Water Quality Monitoring: Ammonia


  • Nitrogen occurs in nateral waters as nitrate (NO3), nitrite (NO2), ammonia (NH3), and organically bound nitrogen.
  • As aquatic plants and animals die, bacteria break down large protein molecules containing nitrogen into ammonia. Ammonia is then oxidized by specialized bacteria to form nitrites and nitrates.
  • Sewage is the main source of ammonia added by humans to rivers. The ammonia arises mostly from the hydrolysis of urea in urine, but additional ammonia is generated by the decomposition of other nitrogenous materials in sewage.
  • In a flowing stream, the presence of ammonia in high concentrations indicates recent pollution. Sewage may be entering the water somewhere in the vicinity.

Test Equipment

  • LaMotte Ammonia-Nitrogen Test Kit (Code 3304)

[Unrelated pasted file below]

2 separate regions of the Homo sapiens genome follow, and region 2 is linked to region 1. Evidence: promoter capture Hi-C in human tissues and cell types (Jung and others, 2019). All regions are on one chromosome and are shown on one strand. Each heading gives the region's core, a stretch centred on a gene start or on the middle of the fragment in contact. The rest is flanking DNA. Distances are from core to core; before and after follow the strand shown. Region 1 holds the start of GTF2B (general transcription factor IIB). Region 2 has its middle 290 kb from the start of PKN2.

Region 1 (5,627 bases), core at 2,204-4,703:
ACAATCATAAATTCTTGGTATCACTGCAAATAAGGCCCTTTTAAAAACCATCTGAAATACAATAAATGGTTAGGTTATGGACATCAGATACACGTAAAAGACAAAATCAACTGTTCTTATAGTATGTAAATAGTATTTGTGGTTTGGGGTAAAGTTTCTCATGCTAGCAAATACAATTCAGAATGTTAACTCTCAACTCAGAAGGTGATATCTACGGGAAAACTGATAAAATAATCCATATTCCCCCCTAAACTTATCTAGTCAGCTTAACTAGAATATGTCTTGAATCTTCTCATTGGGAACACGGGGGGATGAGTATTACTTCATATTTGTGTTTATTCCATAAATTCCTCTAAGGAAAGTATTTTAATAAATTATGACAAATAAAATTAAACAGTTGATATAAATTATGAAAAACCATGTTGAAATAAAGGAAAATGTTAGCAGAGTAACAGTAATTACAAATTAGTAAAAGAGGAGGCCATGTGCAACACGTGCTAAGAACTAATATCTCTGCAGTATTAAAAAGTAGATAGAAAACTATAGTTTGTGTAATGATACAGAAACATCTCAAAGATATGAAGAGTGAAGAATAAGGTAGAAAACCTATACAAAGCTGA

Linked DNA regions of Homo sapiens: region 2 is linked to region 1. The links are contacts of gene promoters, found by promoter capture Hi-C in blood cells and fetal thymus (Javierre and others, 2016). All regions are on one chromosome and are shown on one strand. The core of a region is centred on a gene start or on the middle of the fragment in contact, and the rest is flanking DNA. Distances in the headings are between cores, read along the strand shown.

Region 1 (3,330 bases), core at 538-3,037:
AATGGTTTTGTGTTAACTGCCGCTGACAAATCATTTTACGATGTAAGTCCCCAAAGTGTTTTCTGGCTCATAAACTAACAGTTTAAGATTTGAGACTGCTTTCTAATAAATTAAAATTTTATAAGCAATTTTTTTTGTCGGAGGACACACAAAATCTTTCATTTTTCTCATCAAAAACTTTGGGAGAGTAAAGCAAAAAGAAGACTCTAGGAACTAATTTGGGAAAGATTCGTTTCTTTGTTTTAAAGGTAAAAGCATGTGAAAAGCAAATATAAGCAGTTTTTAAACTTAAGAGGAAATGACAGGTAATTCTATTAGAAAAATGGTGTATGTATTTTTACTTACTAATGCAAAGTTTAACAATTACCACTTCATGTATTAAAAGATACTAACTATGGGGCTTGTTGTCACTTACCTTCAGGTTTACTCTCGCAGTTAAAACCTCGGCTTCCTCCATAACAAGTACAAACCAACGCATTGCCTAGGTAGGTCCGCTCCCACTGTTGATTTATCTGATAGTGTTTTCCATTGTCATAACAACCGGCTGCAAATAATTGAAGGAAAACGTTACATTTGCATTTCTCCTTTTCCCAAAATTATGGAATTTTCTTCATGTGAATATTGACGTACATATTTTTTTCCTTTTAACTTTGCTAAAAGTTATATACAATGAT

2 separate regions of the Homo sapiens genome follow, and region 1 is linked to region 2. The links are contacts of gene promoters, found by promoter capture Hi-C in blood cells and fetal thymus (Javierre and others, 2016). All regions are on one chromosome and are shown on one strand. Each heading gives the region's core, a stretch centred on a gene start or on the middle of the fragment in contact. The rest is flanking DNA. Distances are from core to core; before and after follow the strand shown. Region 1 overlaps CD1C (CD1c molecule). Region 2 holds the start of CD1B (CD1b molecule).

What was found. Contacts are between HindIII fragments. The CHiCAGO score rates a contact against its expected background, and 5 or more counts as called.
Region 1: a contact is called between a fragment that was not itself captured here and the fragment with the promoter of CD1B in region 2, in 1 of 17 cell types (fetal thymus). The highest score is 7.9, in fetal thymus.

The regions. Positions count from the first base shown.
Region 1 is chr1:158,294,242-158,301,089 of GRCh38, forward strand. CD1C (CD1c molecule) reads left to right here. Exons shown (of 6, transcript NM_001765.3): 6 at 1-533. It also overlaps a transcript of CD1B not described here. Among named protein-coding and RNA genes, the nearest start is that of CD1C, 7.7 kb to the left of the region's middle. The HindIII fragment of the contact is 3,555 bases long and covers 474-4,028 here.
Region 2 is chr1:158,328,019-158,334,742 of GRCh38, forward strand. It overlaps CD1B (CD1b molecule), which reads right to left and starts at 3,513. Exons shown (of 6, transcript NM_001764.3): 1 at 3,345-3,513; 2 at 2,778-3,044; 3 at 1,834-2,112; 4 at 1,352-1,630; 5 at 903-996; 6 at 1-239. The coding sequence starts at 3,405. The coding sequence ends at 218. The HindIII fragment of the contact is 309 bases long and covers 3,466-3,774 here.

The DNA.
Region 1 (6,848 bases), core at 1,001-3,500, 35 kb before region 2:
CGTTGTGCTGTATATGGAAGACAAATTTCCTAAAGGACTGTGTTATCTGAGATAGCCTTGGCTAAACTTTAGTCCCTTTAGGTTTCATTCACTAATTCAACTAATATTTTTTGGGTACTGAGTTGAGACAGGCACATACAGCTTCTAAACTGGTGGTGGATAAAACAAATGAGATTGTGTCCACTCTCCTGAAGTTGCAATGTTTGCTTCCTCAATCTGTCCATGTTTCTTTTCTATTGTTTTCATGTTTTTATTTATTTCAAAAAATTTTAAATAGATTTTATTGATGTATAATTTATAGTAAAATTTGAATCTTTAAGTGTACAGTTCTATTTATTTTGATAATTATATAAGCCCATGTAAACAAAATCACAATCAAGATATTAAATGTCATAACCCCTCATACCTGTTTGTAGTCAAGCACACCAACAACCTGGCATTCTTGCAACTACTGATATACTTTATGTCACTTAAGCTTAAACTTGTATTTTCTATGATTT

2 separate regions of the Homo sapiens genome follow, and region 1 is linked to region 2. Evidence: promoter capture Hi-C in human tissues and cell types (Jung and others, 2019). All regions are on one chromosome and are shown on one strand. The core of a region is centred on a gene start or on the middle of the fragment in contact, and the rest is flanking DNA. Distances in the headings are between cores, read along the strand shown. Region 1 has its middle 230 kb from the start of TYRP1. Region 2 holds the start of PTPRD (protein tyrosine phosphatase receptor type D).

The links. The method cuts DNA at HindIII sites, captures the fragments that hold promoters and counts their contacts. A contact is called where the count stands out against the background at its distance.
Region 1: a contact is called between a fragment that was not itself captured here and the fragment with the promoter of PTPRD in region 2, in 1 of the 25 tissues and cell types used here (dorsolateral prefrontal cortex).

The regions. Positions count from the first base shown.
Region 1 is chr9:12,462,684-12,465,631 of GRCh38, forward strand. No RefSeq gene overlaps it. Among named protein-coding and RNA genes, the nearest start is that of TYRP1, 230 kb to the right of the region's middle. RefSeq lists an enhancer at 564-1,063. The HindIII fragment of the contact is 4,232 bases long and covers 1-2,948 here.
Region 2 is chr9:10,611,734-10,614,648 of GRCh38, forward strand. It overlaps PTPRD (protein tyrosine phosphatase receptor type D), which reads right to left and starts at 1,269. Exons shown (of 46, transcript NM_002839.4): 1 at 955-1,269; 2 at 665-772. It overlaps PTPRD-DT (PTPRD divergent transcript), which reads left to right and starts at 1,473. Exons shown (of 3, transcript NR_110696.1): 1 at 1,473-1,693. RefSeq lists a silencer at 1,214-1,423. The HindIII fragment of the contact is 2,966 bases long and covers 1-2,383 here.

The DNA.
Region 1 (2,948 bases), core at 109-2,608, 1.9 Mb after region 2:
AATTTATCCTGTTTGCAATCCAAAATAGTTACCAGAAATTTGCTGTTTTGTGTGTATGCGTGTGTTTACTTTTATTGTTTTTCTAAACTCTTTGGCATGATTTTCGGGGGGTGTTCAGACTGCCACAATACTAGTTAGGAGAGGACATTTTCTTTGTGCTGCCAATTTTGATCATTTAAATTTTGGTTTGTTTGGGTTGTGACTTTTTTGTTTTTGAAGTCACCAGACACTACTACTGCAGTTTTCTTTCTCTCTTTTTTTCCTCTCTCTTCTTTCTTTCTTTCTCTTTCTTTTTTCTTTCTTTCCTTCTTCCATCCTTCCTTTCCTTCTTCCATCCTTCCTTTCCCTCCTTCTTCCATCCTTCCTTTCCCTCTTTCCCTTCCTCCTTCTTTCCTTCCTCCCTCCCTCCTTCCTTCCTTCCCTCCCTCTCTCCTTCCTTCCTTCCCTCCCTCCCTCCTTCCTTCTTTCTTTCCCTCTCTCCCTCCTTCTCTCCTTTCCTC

• Gloves and goggles
  • Waste container



  1. Put on gloves and goggles. Fill one of the plastic test tubes (0124) to the 5 ml line with sample water from the creek.
  2. Add 10 drops salicylate ammonia #1 (3978). Cap and mix.
  3. Add 7 drops salicylate ammonia #2 (3979). Cap and mix. Wait 1 minute.
  4. Add 7 drops salicylate ammonia #3 (3982). Cap and mix. Wait 20 minutes.
  5. Since low concentrations of ammonia will result in a yellow color and the creek water is often slighly yellow itself, collect approximately 2.5 ml of creek water in the second plastic test tube (0124).
  6. After the 20 minute wait, insert the test tube with the treated sample into the octa-slide viewer (1100). Place the second test tube between the small grooves on the back of the viewer so that creek water is seen through both viewports. Slide the ammonia-nitrogen octa-slide bar (3441) left and right in the viewer. Match sample color to a color standard. Record results as ammonia-nitrogen (NH3-N).


  1. Pour prepared and untreated water samples into the waste container.
  2. Return all glassware and chemicals to their boxes.
  3. When safe to do so, remove gloves and goggles.

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